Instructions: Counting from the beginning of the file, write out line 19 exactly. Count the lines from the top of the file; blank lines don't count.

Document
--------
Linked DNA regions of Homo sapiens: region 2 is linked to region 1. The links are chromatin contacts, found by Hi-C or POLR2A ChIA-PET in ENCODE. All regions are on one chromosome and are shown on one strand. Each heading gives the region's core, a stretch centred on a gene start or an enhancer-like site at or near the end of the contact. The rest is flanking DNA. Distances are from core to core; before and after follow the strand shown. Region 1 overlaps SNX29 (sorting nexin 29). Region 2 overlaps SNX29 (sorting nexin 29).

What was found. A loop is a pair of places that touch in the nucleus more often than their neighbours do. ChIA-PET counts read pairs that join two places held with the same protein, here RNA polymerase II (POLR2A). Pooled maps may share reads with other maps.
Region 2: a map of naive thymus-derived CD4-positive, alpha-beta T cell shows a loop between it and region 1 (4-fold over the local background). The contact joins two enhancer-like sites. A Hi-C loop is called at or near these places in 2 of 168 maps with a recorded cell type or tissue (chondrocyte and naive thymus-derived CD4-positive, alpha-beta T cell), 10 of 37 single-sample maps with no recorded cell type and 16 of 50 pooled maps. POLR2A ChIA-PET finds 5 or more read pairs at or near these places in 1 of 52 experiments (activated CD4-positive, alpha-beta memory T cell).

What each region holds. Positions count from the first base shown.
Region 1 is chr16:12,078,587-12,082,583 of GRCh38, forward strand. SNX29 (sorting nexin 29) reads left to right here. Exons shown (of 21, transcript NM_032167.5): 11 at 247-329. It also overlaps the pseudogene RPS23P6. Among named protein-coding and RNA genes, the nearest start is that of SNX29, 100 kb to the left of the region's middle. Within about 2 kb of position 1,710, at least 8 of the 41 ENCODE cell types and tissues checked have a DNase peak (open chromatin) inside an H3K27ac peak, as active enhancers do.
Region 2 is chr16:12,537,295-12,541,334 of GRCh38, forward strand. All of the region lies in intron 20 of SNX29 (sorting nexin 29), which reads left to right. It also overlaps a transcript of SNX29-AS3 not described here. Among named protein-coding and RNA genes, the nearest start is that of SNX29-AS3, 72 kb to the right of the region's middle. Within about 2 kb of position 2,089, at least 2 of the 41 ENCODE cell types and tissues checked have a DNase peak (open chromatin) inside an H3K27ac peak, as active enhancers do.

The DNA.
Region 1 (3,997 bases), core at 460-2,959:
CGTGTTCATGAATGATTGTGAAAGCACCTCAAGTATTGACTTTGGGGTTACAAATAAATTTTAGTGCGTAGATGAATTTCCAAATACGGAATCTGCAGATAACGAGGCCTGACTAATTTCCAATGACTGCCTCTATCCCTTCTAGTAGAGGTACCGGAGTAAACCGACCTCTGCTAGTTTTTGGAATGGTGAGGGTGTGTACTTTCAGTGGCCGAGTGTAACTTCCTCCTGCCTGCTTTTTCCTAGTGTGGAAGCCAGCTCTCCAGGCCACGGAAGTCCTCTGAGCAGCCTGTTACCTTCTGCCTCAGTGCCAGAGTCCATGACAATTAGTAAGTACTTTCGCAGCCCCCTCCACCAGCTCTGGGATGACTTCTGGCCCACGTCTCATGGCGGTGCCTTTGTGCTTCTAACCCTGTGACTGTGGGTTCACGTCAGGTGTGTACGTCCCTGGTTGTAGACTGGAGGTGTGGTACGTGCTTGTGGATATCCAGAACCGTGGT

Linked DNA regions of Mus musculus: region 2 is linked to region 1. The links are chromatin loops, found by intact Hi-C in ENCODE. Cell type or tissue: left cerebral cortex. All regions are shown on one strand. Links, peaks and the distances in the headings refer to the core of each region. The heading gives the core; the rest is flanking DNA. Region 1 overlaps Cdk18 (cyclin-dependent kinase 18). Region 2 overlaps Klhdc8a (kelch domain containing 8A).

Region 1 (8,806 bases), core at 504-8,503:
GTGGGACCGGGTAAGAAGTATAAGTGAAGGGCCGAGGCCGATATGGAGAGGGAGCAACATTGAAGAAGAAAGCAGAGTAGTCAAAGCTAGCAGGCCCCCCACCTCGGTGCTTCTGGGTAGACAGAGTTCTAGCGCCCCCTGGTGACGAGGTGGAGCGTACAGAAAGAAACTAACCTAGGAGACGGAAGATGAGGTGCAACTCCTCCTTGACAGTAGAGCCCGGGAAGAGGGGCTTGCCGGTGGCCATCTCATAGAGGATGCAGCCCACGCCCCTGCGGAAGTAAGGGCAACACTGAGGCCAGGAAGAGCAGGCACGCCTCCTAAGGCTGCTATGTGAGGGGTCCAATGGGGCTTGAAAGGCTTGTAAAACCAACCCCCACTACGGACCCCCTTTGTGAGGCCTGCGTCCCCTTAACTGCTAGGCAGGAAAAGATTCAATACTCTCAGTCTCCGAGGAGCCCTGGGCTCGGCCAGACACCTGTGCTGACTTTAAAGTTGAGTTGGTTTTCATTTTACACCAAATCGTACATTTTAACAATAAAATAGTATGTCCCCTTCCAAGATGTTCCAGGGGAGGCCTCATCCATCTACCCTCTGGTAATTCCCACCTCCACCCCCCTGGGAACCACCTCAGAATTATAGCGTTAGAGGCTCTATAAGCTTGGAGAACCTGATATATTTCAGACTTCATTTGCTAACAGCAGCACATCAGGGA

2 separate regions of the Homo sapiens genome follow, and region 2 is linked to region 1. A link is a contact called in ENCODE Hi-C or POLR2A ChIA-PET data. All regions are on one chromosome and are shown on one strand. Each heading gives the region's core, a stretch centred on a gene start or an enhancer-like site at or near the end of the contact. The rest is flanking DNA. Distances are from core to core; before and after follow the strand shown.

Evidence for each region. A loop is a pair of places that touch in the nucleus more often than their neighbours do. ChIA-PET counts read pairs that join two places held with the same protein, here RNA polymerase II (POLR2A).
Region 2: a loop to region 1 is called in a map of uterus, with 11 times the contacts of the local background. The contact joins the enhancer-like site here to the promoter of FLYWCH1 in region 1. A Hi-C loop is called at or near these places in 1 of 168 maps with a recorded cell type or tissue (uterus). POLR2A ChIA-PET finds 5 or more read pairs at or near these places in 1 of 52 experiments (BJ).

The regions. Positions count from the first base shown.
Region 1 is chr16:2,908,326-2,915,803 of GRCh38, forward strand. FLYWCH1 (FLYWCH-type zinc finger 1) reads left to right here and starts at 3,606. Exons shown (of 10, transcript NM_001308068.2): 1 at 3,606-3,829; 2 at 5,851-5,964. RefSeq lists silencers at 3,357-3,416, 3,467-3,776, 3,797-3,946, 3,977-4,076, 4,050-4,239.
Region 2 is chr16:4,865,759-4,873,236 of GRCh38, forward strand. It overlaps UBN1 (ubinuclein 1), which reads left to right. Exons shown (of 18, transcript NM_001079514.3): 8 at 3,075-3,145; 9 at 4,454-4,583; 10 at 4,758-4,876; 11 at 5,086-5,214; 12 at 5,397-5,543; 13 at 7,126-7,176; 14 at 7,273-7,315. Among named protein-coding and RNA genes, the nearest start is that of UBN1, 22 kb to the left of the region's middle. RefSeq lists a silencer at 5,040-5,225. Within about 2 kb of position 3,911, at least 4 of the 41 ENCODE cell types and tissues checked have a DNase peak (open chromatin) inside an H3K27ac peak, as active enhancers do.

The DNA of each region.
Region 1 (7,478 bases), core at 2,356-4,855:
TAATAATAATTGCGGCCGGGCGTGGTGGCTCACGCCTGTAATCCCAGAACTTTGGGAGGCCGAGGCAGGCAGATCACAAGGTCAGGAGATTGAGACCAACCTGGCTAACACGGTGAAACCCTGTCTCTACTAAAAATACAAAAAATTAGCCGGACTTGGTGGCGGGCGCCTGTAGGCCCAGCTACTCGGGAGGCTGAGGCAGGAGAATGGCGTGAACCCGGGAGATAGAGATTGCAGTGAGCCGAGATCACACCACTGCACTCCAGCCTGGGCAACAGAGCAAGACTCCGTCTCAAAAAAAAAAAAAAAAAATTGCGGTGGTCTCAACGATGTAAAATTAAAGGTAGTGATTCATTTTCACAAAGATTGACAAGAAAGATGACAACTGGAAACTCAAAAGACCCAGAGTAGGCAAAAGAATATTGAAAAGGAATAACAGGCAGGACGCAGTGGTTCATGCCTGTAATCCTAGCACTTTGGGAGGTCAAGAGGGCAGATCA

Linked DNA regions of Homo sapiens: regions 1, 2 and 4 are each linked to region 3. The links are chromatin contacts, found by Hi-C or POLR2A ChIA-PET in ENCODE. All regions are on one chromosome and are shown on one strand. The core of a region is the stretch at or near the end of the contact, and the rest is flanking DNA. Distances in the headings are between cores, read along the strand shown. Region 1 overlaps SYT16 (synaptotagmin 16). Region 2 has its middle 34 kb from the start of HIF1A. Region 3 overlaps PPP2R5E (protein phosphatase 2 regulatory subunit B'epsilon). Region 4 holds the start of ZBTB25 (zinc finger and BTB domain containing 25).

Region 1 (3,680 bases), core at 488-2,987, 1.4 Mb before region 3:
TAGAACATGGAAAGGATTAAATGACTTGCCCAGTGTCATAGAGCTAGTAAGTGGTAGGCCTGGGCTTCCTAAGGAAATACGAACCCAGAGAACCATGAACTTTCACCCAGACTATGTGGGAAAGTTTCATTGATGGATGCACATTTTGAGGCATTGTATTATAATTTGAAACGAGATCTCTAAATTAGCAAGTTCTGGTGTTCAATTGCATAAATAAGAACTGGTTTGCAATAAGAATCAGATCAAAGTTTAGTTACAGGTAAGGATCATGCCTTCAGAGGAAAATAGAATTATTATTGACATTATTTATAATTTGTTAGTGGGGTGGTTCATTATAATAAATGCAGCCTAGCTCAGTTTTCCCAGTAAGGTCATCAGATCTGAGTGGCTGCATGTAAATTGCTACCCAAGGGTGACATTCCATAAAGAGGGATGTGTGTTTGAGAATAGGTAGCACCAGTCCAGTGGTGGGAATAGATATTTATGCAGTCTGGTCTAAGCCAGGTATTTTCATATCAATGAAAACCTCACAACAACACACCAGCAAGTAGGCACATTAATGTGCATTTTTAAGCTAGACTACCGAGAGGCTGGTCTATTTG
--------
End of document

The DNA of each region.